d) in 1884
On May 5th 1884 (Meiji 17), Kyoto prefecture received two plans made by the bureau of construction from Aritomo YAMAGATA, the secretary of the Interior. The first "Kou"plan involved minimal improvement of the Kyoto prefectural plan.14) the points were bricks in tunnels, gutters nearby mountains, and the plan for bridge construction. The second "Otsu"plan was completely originated by the bureau of construction. This plan didn't adopt roundabout cannels. One cannel directly ran through several locks, and the other was mildly roundabout as irrigation water. This irrigation cannel had separate channel for water mills at the Nyakuoji district. (Fig.5)


Fig.5 June 1884 (Meiji 17).
Plan reconstructed by the bureau of construction.

e) After the ground-breaking ceremony
On June 6th in 1885 (Meiji 18), construction of the LBC started from the Otsu area according to the first plan, because there were a few problems nearby Kyoto.
The next year, the plan of the LBC changed in several points, such as the site of the second tunnel, influenced by the second plan originated by the bureau of construction. In 1887 (Meiji 20), the route in Kyoto completely changed and cannels were divided at Keage, the west end of the third tunnel. The main channel for shipping named the Outo Canal ran down to the Okazaki area, and a sub-channel for irrigation ran beside the Higashiyama Mountains. The main channel had an incline system, the first in Japan, in place of locks as in the second plan of the bureau of construction. The width of the Outo Canal was 10-ken (about 18.2 meters) (Fig.6). Incline system was adopted by Dr. TANABE after their visit of U.S.A because of waterpower generation.


Fig.6 April 1890 (Meiji 23).
Completion of the LBC.

In 1888 (Meiji 23), the Kyoto council decided to adopt waterpower generation in the LBC after Dr. TANABE's presentation, and waterpower plants were planned beside incline system.15)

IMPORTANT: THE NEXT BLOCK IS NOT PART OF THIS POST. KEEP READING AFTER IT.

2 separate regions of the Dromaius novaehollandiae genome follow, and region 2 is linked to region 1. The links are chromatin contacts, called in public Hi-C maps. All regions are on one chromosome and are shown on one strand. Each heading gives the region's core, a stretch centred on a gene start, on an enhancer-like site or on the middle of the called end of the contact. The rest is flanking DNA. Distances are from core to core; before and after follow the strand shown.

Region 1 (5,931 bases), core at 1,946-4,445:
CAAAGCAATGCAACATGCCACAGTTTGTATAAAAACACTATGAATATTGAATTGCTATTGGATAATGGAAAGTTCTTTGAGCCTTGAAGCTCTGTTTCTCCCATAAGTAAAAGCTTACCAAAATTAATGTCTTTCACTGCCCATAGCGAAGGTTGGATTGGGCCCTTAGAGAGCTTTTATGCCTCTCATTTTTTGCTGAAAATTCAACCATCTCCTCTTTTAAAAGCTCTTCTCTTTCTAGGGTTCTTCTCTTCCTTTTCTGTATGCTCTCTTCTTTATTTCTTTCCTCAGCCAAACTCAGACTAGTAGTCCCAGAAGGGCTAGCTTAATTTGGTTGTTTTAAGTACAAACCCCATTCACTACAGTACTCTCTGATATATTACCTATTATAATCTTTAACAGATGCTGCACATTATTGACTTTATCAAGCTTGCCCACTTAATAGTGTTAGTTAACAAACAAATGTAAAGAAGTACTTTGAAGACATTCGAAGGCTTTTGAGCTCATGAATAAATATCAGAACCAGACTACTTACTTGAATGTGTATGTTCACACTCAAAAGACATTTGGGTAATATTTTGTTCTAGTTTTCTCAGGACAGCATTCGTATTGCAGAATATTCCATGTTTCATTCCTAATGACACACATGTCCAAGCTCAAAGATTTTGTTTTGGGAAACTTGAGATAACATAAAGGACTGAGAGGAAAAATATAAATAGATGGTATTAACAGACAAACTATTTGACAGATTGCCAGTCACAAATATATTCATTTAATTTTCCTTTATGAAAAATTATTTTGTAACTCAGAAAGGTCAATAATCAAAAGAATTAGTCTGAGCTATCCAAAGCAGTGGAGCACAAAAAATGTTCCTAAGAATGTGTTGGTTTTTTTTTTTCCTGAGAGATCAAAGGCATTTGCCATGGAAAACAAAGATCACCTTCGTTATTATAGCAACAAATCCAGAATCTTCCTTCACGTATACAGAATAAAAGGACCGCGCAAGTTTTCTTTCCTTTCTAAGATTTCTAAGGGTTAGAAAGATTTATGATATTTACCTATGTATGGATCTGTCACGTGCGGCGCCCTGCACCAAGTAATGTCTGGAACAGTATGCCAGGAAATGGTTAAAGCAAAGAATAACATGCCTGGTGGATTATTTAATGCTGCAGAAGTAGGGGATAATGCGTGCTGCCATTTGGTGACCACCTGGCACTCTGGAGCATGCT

On April 9th in 1890 (Meiji 23), the completion ceremony of the LBC was held at Nakano-shima Island in Ebisu Port. The last section was the Outo Canal, and when this section was constructed all canals between Lake Biwa to Kyoto were filled with water.

(2) Urban development influenced by the LBC
Next, I investigate urban development in Kyoto in relation to the navigation systems of the LBC, in cases of a) along the sub-channel of the LBC, b) in Okazaki district, and c) in Yamashina district.

a) Along the sub-channel of the LBC
At first, the most important problem in planning the LBC was the moderation of the grade by a roundabout route, as Mr. KITAGAKI suggested.
In the early times, an emphasis was placed on maintaining a moderate grade for the sake of providing irrigation water as well as for providing a waterway for transportation. In the conference the North and South Wards joined, the grade between Lake Biwa and Kyoto was 1/865, smaller than 1/423, the data in Mr. MINAMI's report.
However the plan changed in 1884 (Meiji 17) because of the adoption of locks, as suggested in the plan of the bureau of construction. The route was divided into a main channel for shipping and a sub-channel for irrigation and water mills. After 1889 (Meiji 22), the adoption of waterpower generation superseded the need for water mills, and the function of the sub-channel focused strictly on irrigation.
As a result, the sub-channel of the LBC became human-scale stream and environment, different from other channels of the LBC. The water was supplied to farmlands for irrigation water, filtration plant for service water, and the gardens in houses and temples beside Mt. Higashiyama for the appreciation of water and fire prevention. For example, the promenade of the "Tetsugaku-no-michi", sub-channel of the LBC had enhanced the quality of life in the neighborhood, since the waterway was no longer used for shipping or for providing waterpower etc.

b) Okazaki district
The plan proposed by the bureau of construction attempted to reduce the travel time for shipping by adopting technology such as locks. When incline systems were adopted in 1887 (Meiji 20), the Outo Canal was planned to run straight west from the end of the incline (Fig.7).


Fig. 7 Transition of Outo Canal's route.